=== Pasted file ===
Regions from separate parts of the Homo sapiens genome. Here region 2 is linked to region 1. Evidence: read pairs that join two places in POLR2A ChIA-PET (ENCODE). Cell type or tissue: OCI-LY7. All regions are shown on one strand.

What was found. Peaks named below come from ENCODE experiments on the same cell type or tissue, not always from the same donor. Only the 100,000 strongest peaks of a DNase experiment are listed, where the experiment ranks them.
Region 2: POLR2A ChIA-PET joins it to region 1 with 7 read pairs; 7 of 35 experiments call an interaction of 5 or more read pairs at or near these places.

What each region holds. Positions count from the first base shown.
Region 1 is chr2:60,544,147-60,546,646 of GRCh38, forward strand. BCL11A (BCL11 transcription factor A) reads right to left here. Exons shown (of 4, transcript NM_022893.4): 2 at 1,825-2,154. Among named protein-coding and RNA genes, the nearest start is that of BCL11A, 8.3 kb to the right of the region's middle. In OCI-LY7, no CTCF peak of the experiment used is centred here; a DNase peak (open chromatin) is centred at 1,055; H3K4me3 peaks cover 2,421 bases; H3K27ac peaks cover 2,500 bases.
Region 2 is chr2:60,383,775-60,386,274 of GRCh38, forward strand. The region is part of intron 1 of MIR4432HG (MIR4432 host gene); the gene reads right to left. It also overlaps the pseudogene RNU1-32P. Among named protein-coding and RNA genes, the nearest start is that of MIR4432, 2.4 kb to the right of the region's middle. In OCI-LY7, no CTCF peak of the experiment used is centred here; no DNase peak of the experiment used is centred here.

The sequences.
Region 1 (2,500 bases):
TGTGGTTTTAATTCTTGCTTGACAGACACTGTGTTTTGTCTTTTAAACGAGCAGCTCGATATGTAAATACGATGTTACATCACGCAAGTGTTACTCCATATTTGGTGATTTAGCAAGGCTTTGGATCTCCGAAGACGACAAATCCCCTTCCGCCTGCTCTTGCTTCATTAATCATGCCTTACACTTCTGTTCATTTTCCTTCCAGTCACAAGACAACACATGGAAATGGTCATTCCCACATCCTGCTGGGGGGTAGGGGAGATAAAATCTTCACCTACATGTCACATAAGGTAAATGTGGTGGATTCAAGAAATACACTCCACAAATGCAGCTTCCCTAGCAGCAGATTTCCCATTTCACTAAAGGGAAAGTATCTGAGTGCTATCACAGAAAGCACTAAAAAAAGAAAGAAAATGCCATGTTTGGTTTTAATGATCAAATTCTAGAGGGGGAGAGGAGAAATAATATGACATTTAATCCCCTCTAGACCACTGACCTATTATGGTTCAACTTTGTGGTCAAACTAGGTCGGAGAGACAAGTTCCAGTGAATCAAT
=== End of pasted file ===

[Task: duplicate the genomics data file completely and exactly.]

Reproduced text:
Regions from separate parts of the Homo sapiens genome. Here region 2 is linked to region 1. Evidence: read pairs that join two places in POLR2A ChIA-PET (ENCODE). Cell type or tissue: OCI-LY7. All regions are shown on one strand.

What was found. Peaks named below come from ENCODE experiments on the same cell type or tissue, not always from the same donor. Only the 100,000 strongest peaks of a DNase experiment are listed, where the experiment ranks them.
Region 2: POLR2A ChIA-PET joins it to region 1 with 7 read pairs; 7 of 35 experiments call an interaction of 5 or more read pairs at or near these places.

What each region holds. Positions count from the first base shown.
Region 1 is chr2:60,544,147-60,546,646 of GRCh38, forward strand. BCL11A (BCL11 transcription factor A) reads right to left here. Exons shown (of 4, transcript NM_022893.4): 2 at 1,825-2,154. Among named protein-coding and RNA genes, the nearest start is that of BCL11A, 8.3 kb to the right of the region's middle. In OCI-LY7, no CTCF peak of the experiment used is centred here; a DNase peak (open chromatin) is centred at 1,055; H3K4me3 peaks cover 2,421 bases; H3K27ac peaks cover 2,500 bases.
Region 2 is chr2:60,383,775-60,386,274 of GRCh38, forward strand. The region is part of intron 1 of MIR4432HG (MIR4432 host gene); the gene reads right to left. It also overlaps the pseudogene RNU1-32P. Among named protein-coding and RNA genes, the nearest start is that of MIR4432, 2.4 kb to the right of the region's middle. In OCI-LY7, no CTCF peak of the experiment used is centred here; no DNase peak of the experiment used is centred here.

The sequences.
Region 1 (2,500 bases):
TGTGGTTTTAATTCTTGCTTGACAGACACTGTGTTTTGTCTTTTAAACGAGCAGCTCGATATGTAAATACGATGTTACATCACGCAAGTGTTACTCCATATTTGGTGATTTAGCAAGGCTTTGGATCTCCGAAGACGACAAATCCCCTTCCGCCTGCTCTTGCTTCATTAATCATGCCTTACACTTCTGTTCATTTTCCTTCCAGTCACAAGACAACACATGGAAATGGTCATTCCCACATCCTGCTGGGGGGTAGGGGAGATAAAATCTTCACCTACATGTCACATAAGGTAAATGTGGTGGATTCAAGAAATACACTCCACAAATGCAGCTTCCCTAGCAGCAGATTTCCCATTTCACTAAAGGGAAAGTATCTGAGTGCTATCACAGAAAGCACTAAAAAAAGAAAGAAAATGCCATGTTTGGTTTTAATGATCAAATTCTAGAGGGGGAGAGGAGAAATAATATGACATTTAATCCCCTCTAGACCACTGACCTATTATGGTTCAACTTTGTGGTCAAACTAGGTCGGAGAGACAAGTTCCAGTGAATCAAT